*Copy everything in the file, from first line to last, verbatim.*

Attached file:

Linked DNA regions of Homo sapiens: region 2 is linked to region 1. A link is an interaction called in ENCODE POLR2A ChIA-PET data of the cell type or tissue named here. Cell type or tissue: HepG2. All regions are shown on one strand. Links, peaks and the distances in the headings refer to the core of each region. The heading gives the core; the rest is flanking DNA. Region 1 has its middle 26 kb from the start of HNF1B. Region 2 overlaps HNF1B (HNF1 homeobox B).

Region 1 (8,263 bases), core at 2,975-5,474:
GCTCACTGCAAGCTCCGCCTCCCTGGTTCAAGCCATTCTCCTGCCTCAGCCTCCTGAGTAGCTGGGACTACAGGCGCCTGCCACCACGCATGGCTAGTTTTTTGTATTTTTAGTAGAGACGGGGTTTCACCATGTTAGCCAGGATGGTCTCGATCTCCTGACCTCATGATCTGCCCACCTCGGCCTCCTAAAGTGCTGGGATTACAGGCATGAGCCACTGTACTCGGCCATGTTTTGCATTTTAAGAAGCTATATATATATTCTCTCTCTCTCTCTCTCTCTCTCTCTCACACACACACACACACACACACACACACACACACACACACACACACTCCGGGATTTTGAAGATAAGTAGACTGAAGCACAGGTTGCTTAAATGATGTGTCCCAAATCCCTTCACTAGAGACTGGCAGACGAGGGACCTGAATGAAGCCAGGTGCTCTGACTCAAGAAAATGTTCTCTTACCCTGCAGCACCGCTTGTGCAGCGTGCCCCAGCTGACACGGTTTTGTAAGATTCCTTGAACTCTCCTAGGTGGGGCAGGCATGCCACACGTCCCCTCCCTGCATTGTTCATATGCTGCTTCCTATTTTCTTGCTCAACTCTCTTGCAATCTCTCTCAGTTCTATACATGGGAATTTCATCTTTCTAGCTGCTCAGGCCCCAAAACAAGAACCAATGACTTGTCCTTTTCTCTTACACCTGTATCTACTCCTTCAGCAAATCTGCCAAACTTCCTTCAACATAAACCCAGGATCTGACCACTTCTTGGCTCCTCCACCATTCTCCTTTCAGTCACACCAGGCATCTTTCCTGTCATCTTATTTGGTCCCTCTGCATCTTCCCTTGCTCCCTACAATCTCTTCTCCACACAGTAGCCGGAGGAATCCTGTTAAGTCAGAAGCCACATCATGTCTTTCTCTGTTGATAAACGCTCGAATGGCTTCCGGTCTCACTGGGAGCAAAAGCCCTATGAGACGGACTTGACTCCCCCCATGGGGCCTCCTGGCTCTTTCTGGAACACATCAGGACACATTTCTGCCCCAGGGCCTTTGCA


Linked DNA regions of Homo sapiens: region 2 is linked to region 1. A link is an interaction called in ENCODE POLR2A ChIA-PET data of the cell type or tissue named here. Cell type or tissue: HepG2. All regions are shown on one strand. Links, peaks and the distances in the headings refer to the core of each region. The heading gives the core; the rest is flanking DNA. Region 1 has its middle 26 kb from the start of HNF1B. Region 2 overlaps HNF1B (HNF1 homeobox B).

Region 1 (8,263 bases), core at 2,975-5,474:
GCTCACTGCAAGCTCCGCCTCCCTGGTTCAAGCCATTCTCCTGCCTCAGCCTCCTGAGTAGCTGGGACTACAGGCGCCTGCCACCACGCATGGCTAGTTTTTTGTATTTTTAGTAGAGACGGGGTTTCACCATGTTAGCCAGGATGGTCTCGATCTCCTGACCTCATGATCTGCCCACCTCGGCCTCCTAAAGTGCTGGGATTACAGGCATGAGCCACTGTACTCGGCCATGTTTTGCATTTTAAGAAGCTATATATATATTCTCTCTCTCTCTCTCTCTCTCTCTCTCACACACACACACACACACACACACACACACACACACACACACACACTCCGGGATTTTGAAGATAAGTAGACTGAAGCACAGGTTGCTTAAATGATGTGTCCCAAATCCCTTCACTAGAGACTGGCAGACGAGGGACCTGAATGAAGCCAGGTGCTCTGACTCAAGAAAATGTTCTCTTACCCTGCAGCACCGCTTGTGCAGCGTGCCCCAGCTGACACGGTTTTGTAAGATTCCTTGAACTCTCCTAGGTGGGGCAGGCATGCCACACGTCCCCTCCCTGCATTGTTCATATGCTGCTTCCTATTTTCTTGCTCAACTCTCTTGCAATCTCTCTCAGTTCTATACATGGGAATTTCATCTTTCTAGCTGCTCAGGCCCCAAAACAAGAACCAATGACTTGTCCTTTTCTCTTACACCTGTATCTACTCCTTCAGCAAATCTGCCAAACTTCCTTCAACATAAACCCAGGATCTGACCACTTCTTGGCTCCTCCACCATTCTCCTTTCAGTCACACCAGGCATCTTTCCTGTCATCTTATTTGGTCCCTCTGCATCTTCCCTTGCTCCCTACAATCTCTTCTCCACACAGTAGCCGGAGGAATCCTGTTAAGTCAGAAGCCACATCATGTCTTTCTCTGTTGATAAACGCTCGAATGGCTTCCGGTCTCACTGGGAGCAAAAGCCCTATGAGACGGACTTGACTCCCCCCATGGGGCCTCCTGGCTCTTTCTGGAACACATCAGGACACATTTCTGCCCCAGGGCCTTTGCA